Researching for your presentation
Think of your presentation as an iceberg:
- The invisible foundation to your presentation is reading and research (below the waterline).
- It supports your academic writing but it isn’t always visible – the presentation is the end report.
Structure of presentation
The general structure of any presentation is:
Introduction – explain the background to your research question and outline your method(s)
Main Body – state and analyse your key results
Conclusion – provide a brief comment on the results
When preparing a presentation ask yourself these questions:
Why? Why is the presentation required? To inform, to initiate discussion, or to persuade? What do you hope to achieve?
Who? How many people are you presenting to? How much will they know about the subject? What do they expect to learn from the presentation?
Where? Where will the presentation take place? What is the room layout? What audio-visual equipment will be available?
What? What do you want to say?
Introduction: make the 1st or 2nd slide an outline of your presentation and follow the order of your outline for the rest of the presentation. Only place main points on the outline slides.
- Stick to the 8 by 8 rule; no more than 8 lines of text per slide and no more than 8 words per line.
- Write in point form, not complete sentences
- Include 4-5 points per slide
- Don’t use too many words; instead use key words and phrases
- Don’t have too many slides; use slides to emphasise a point
- Use at least 18-point standard font eg Times New Roman or Arial
- Use different size fonts for main and secondary points
- Use colours that provide a sharp contrast and are readable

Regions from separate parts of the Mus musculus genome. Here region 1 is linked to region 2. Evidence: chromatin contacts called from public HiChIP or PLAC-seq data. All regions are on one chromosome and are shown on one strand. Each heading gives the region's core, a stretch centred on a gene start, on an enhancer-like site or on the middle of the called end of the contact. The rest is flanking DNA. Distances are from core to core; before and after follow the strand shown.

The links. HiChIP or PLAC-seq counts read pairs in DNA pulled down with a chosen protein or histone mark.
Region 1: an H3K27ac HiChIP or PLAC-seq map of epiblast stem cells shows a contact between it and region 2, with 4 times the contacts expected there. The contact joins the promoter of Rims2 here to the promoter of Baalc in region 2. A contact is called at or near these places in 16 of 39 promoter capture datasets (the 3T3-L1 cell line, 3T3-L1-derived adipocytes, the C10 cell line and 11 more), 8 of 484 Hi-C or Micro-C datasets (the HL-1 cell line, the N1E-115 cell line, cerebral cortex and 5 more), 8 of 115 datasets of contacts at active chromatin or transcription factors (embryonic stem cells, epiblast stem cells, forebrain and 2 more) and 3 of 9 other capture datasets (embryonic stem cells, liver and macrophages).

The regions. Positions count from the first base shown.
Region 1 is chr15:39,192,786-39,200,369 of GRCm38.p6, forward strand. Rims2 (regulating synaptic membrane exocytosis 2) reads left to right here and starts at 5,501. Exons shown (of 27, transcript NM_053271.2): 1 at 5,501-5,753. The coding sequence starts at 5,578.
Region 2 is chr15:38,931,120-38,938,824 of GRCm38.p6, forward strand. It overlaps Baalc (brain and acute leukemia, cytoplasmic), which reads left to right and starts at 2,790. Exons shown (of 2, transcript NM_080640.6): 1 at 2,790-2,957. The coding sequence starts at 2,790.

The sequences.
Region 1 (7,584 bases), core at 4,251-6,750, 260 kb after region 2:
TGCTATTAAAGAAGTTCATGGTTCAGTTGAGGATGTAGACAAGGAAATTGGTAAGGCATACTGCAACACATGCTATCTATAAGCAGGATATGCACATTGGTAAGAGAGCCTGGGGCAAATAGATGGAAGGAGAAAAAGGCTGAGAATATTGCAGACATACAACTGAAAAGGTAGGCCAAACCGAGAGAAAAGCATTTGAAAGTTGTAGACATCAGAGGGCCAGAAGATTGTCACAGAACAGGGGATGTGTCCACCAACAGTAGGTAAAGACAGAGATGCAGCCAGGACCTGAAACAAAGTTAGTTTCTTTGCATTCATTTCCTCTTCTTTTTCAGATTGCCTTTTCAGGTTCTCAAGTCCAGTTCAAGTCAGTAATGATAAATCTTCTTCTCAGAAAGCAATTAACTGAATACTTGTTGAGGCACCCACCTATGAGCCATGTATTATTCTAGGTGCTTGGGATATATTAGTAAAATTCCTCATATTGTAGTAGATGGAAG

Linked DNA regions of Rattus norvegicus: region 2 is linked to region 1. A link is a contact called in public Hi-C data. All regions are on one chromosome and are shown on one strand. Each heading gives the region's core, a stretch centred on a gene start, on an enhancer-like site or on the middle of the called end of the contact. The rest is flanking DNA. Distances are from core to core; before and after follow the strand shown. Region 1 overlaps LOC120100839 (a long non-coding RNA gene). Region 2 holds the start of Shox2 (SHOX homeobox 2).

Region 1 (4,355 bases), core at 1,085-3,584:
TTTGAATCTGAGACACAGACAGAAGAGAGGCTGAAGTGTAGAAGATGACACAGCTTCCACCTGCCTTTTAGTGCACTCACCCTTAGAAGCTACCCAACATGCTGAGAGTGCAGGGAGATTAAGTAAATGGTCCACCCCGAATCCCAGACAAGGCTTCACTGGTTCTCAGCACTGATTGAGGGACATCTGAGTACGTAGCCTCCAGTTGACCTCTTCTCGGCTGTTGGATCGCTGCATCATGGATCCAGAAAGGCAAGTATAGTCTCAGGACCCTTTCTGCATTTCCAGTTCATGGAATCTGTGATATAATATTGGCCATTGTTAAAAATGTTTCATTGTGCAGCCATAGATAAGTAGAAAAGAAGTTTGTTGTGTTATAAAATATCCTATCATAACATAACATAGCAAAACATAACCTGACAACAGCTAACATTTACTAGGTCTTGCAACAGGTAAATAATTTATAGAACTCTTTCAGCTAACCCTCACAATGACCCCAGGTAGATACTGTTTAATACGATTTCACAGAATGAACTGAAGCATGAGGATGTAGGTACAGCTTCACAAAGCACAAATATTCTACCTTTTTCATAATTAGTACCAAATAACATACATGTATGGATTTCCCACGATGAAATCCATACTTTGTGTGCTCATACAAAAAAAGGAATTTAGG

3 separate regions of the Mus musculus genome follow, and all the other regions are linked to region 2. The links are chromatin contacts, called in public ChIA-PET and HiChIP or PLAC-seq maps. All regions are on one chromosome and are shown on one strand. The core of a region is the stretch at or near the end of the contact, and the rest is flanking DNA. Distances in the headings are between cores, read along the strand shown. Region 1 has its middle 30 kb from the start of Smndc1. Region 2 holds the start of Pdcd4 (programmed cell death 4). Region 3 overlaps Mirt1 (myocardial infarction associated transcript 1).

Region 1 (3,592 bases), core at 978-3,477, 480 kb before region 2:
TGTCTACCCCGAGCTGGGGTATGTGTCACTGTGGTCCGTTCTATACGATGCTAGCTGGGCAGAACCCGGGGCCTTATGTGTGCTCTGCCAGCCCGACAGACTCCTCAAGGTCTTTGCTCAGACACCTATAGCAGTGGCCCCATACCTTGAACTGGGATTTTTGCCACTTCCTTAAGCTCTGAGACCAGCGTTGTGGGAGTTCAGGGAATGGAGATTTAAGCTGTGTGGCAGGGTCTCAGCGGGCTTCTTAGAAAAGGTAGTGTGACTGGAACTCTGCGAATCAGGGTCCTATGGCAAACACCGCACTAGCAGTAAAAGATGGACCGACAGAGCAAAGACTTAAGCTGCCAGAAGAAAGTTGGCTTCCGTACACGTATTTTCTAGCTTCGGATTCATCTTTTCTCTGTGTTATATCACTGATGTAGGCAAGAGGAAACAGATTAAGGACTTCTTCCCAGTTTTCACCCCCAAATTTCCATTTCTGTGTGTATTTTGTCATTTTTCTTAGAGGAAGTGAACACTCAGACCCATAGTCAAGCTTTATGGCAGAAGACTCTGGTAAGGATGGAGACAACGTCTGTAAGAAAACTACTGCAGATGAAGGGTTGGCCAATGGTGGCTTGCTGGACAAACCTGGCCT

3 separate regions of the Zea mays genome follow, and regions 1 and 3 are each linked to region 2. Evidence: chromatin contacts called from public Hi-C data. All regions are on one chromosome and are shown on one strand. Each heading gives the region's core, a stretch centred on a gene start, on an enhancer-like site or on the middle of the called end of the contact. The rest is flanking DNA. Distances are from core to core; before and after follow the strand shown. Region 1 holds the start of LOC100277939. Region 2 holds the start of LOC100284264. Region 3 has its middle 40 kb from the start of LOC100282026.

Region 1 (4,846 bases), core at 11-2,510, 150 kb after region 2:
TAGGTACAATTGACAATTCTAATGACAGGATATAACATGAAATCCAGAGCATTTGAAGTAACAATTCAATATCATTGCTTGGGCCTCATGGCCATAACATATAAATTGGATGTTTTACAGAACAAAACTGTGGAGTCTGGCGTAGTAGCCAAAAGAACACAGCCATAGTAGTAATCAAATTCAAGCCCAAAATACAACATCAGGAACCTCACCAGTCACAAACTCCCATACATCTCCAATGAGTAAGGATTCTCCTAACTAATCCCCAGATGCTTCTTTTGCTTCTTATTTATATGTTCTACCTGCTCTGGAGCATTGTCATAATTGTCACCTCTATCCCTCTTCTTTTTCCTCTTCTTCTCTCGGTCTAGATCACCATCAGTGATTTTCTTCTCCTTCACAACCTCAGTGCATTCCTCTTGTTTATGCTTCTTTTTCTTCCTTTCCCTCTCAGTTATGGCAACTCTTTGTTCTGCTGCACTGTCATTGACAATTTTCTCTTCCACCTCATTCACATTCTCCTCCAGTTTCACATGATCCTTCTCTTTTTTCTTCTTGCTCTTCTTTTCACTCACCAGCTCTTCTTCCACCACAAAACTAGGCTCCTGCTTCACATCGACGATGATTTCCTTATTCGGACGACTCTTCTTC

- Use colour to reinforce the logic of structure and/or to emphasise a point
Use graphs rather than just charts and words. This is good to highlight trends and makes data easier to understand and retain. Always title and source graphics
Use an effective and strong closing to summarise main points and suggest future avenues for research
Proofread your slides for spelling and grammar
There should be a logical flow throughout the presentation, and each topic should be presented from general to specific details.
Preparation and delivery
The more knowledgeable you are and the better prepared you are, the less nervous you will be.
- Read and re-read your script
- Reduce the script to a series of headings and sub-headings covering key points. Transfer them onto cue cards.
- Rehearse and time yourself
- At start of delivery, introduce yourself (or your group)
- Start with an outline of your presentation
- Speak to your intended audience at their level
- Look at the audience, make eye contact and speak slowly and clearly
- Do not read word-for-word from a script
- Try to sound interested in your subject. Smile!
Signalling the structure:
Language signals are words and phrases that tell the listeners where you are in the presentation. They may signal:
The topic/structure of the whole talk: “First we will look at the historical background then consider the two main theories. Finally, we will present …”
The beginning or end of a section of the talk: “In this section, we will compare and contrast the two main theories of…”
A new point: “This theory introduces us to the concept of…”
A contrasting point: “An alternative viewpoint was provided by …”
A point of special importance: “It is worthwhile highlighting that…”